It’s the very beginning of June in Connecticut.  Since mid May or so, gorgeous patches of pink, purple and white ‘wildflowers’ have appeared along roadsides.  A few years ago, my mom was visiting from Michigan around this time for a graduation.  She has been an avid gardener for many years and when she saw these flowers, she exclaimed, “oh, those wild phlox are just beautiful!”   So even a seasoned gardener can mistake this invasive plant, Dame’s rocket (Hesperis matronalis) for wild or garden phlox.

DamesRocket.GarlicMustardJAllen  J. Allen photo

Relatively speaking, Dame’s rocket (other common names include dame’s violet and mother-of-the-evening) is a newcomer to the status of invasive plant so its impacts on native species are not well studied.  It is known that it effectively forms monocultures where it has escaped from cultivation, is a prolific seed producer, and is not kept in check by pests or diseases in North America.  It is still readily available as seed commercially but is banned as an invasive in some states including Connecticut and Massachusetts. This means it cannot be bought, sold, cultivated or moved within these areas.   Unfortunately, it is still commonly included in ‘wildflower’ seed mixes for gardens in other parts of the United States.  According to a USDA distribution map, it is found throughout the continental U.S. except for the most southern parts and much of Canada.

Where did it come from?  It was introduced as an ornamental from Eurasia in the early 1600s so it’s had plenty of time to become established.  Dame’s rocket is in the plant family Brassicaceae so is related to the mustards, cabbage, broccoli, kale, etc.  The leaves, oil and seeds are edible and the plant is cultivated for its oil which is used in perfumes. Young leaves are a good source of vitamin C and they can be used in salads.  Speaking of perfume, it’s reported that the flowers of this plant produce a stronger scent in the evening.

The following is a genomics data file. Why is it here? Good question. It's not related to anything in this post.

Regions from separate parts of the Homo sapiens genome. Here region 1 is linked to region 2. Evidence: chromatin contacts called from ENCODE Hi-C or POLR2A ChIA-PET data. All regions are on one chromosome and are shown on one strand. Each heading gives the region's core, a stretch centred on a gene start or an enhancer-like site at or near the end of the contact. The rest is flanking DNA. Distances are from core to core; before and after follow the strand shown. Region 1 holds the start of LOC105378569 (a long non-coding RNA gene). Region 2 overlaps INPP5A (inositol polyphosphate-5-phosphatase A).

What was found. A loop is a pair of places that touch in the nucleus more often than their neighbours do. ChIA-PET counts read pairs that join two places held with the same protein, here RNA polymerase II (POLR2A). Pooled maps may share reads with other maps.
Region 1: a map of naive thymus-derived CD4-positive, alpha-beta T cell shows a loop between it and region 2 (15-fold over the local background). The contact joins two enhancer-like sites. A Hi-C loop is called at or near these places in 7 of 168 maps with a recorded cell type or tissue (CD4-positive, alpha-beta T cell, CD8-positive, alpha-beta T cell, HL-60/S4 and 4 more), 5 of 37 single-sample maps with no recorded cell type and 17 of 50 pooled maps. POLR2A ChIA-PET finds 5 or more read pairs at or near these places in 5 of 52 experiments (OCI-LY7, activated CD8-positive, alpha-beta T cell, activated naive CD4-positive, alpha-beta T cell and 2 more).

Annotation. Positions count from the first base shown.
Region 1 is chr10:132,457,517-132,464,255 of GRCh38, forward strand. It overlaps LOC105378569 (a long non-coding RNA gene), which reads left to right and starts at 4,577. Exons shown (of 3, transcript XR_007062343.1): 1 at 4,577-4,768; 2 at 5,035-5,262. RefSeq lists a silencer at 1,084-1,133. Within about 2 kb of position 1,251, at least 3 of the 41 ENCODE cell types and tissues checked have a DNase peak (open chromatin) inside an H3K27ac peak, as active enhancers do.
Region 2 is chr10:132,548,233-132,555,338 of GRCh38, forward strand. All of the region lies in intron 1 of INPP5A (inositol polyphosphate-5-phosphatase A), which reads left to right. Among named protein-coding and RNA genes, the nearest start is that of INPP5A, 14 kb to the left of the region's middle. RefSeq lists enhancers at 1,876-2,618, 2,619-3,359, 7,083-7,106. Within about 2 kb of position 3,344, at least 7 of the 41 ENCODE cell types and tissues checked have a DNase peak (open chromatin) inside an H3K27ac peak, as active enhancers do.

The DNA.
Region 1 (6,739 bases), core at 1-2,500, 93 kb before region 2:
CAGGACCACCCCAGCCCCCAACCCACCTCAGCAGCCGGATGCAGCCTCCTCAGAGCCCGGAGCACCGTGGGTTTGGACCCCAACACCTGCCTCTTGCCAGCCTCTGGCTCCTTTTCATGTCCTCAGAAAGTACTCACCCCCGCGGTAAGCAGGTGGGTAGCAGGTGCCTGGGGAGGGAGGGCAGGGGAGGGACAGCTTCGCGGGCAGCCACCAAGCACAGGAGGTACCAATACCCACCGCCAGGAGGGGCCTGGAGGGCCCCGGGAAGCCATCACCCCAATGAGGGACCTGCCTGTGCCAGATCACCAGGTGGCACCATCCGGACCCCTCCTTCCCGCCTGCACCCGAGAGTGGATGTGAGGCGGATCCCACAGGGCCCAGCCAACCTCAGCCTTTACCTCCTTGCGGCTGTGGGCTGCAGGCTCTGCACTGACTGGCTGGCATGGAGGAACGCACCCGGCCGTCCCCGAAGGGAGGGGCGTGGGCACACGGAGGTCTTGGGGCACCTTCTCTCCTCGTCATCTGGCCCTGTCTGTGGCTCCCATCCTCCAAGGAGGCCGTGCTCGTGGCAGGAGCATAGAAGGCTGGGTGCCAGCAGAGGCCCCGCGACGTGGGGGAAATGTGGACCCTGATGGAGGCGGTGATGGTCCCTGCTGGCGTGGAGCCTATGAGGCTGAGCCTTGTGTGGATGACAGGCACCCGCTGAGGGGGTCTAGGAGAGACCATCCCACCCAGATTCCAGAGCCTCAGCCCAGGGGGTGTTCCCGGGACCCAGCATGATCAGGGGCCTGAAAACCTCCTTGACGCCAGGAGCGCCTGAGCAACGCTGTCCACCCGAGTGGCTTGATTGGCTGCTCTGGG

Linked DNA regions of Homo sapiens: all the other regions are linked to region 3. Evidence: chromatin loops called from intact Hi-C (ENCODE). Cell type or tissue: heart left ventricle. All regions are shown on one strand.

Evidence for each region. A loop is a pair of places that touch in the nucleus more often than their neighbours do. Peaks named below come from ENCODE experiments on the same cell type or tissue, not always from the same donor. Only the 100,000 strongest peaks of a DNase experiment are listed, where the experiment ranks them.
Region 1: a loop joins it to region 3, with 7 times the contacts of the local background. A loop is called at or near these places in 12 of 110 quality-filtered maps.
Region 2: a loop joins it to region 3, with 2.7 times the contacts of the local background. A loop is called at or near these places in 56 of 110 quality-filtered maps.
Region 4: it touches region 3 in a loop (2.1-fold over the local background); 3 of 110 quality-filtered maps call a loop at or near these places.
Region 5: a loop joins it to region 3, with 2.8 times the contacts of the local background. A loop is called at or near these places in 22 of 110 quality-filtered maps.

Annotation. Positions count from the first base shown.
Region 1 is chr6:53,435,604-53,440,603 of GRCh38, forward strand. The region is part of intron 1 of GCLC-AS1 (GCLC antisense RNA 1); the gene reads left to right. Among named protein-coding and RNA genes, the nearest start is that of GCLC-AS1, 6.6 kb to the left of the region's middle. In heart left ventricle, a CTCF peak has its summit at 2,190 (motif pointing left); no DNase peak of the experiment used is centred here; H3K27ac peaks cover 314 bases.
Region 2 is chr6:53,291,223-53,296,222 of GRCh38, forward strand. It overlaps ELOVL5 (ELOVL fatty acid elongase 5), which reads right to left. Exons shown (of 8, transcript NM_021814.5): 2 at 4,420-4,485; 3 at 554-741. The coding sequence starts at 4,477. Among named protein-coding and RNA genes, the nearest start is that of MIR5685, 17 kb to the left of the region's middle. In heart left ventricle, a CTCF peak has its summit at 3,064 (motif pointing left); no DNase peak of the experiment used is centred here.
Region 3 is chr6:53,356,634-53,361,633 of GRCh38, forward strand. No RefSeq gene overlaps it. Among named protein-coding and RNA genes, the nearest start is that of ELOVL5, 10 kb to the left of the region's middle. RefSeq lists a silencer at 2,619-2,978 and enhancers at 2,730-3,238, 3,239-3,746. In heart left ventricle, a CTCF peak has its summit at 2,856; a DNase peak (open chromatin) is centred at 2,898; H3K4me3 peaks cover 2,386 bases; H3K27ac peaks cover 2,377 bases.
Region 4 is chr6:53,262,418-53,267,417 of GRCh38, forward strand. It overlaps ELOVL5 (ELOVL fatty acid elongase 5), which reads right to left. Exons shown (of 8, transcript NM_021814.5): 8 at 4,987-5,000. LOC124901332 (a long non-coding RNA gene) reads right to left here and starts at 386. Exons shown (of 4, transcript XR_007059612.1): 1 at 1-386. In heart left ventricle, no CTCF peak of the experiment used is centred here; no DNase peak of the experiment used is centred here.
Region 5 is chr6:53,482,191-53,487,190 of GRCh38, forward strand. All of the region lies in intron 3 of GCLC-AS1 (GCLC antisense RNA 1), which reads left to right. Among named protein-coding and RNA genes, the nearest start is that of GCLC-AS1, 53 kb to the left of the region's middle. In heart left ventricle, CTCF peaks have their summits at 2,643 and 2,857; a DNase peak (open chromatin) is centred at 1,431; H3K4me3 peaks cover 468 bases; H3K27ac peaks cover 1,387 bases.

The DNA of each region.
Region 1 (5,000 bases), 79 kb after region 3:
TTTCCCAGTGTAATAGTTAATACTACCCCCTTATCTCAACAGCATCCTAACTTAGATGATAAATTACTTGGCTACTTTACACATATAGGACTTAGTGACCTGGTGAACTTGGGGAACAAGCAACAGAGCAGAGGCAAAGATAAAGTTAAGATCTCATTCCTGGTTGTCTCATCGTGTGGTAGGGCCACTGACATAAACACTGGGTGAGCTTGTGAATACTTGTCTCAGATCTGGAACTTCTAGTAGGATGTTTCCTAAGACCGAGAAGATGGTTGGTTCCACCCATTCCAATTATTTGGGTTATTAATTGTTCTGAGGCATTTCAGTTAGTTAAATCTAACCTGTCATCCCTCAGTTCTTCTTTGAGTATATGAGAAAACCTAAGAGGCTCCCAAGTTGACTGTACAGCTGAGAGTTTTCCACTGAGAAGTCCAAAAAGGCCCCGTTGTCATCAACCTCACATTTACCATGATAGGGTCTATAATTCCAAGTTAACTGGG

DamesRocketLeavesJAllenDamesRocketFlowersJAllen J. Allen photos

Characteristics that can help identify Dame’s rocket include branched clusters of white, pink, and purple flowers that are about 3/4-1″ across and have four petals.  True phlox flowers have five petals. In addition, true phlox (wild) flower later in the season.  The leaves of Dame’s rocket are alternate, lance shaped and have serrated or toothed edges as shown above. In addition, leaves (except for the lowest on the stem) are directly attached to the stem and have no petioles. In contrast, true phlox have opposite leaves.  I’ll pop in a photo of true phlox below so you can see the leaves and flowers together.

 Wild blue or woodland phlox (Phlox divaricatahttps://en.wikipedia.org photo. This species is native to eastern North America.

Another distinctive feature of Dame’s rocket is the long, spindly seed pod (silique).  These form from the bottom of the flower cluster upward, so the youngest flowers (formed over a 4-6 week period) are at the tops and produce seed pods last.  Seeds and pods mature over the summer and when dry they split open releasing seeds into the soil.  Some are eaten by birds allowing for longer distance dispersal.  Each plant can produce hundreds of seeds which can remain viable in the soil for many years.

Dame’s rocket seed pods (siliques) on the left (Mark Frey, The Presidio Trust , Bugwood.org.  First year rosette on the right (Leslie J. Mehrhoff, University of Connecticut, Bugwood.org).

This plant is considered a biennial or short term perennial.  The first season of growth from seed produces a low-growing rosette of leaves which survive and remain green through the first winter.  The next season a 2-4′ flower stalk is produced as shown above.  This will dieback in the fall and some plants will produce new flower stalks in the third year.   The plant appears perennial where established in part due to the large seed supply that is produced annually.

It’s hard to want to destroy such a beautiful plant but if removal is required the methods include mechanical (pulling), burning, or herbicide applications (useful for large populations).  The best time to pull plants is in spring before seed pods mature.  Seeds can still ripen on plants pulled at this time using nutrients from the stems and leaves so for effective eradication, bag or burn the plants and remove them.  If not feasible, pile the plants in the center of the area where there is likely to be a lot of seed in the soil already.  The pile can be covered with black plastic to heat the pile and kill some of the plants.  A good approach for herbicide use is to apply to rosettes in early spring or fall to avoid injuring desirable plants nearby.  In early spring they will not have germinated yet.  Temperatures should be at or above 50 degrees Fahrenheit.

J. Allen